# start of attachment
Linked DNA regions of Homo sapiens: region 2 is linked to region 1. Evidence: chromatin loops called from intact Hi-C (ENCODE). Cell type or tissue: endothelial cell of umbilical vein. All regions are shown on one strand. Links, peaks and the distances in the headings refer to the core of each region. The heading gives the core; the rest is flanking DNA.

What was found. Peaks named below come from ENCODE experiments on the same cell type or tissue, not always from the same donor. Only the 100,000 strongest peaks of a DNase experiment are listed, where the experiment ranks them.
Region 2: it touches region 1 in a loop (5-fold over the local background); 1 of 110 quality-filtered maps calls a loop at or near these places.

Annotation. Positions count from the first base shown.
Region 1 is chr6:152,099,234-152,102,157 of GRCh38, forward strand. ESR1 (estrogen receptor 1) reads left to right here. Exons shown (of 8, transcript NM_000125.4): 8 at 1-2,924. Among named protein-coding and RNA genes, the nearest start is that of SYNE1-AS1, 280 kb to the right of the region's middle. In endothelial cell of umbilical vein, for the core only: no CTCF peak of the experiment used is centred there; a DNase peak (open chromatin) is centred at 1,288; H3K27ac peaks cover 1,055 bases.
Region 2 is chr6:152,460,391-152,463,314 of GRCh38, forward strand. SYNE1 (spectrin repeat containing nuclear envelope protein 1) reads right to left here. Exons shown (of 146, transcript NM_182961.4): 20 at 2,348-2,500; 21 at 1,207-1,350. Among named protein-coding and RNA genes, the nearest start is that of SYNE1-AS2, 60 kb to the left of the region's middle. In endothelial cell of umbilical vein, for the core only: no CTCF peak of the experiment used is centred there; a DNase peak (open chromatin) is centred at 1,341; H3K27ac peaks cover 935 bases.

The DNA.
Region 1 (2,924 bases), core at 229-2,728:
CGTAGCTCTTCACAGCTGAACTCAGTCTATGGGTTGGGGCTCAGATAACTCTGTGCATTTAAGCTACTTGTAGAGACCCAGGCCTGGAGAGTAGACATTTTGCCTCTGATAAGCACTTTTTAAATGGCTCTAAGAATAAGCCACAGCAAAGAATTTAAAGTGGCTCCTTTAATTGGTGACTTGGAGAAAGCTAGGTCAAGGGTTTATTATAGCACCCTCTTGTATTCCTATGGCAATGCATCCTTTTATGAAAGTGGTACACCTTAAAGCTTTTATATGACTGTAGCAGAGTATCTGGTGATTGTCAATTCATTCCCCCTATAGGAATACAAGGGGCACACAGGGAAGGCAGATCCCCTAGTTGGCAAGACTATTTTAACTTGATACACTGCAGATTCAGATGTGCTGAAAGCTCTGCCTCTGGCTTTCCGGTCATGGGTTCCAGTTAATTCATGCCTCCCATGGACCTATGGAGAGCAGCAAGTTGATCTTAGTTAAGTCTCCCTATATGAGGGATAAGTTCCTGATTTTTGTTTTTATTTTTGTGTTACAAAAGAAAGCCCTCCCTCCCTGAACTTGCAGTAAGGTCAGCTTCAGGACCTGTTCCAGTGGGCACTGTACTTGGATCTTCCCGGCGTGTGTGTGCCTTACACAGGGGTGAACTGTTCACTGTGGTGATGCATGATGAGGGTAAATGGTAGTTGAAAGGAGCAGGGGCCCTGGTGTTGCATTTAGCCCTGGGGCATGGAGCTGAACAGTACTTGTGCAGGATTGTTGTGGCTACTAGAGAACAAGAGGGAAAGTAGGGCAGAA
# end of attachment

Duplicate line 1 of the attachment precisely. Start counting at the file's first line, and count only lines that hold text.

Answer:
Linked DNA regions of Homo sapiens: region 2 is linked to region 1. Evidence: chromatin loops called from intact Hi-C (ENCODE). Cell type or tissue: endothelial cell of umbilical vein. All regions are shown on one strand. Links, peaks and the distances in the headings refer to the core of each region. The heading gives the core; the rest is flanking DNA.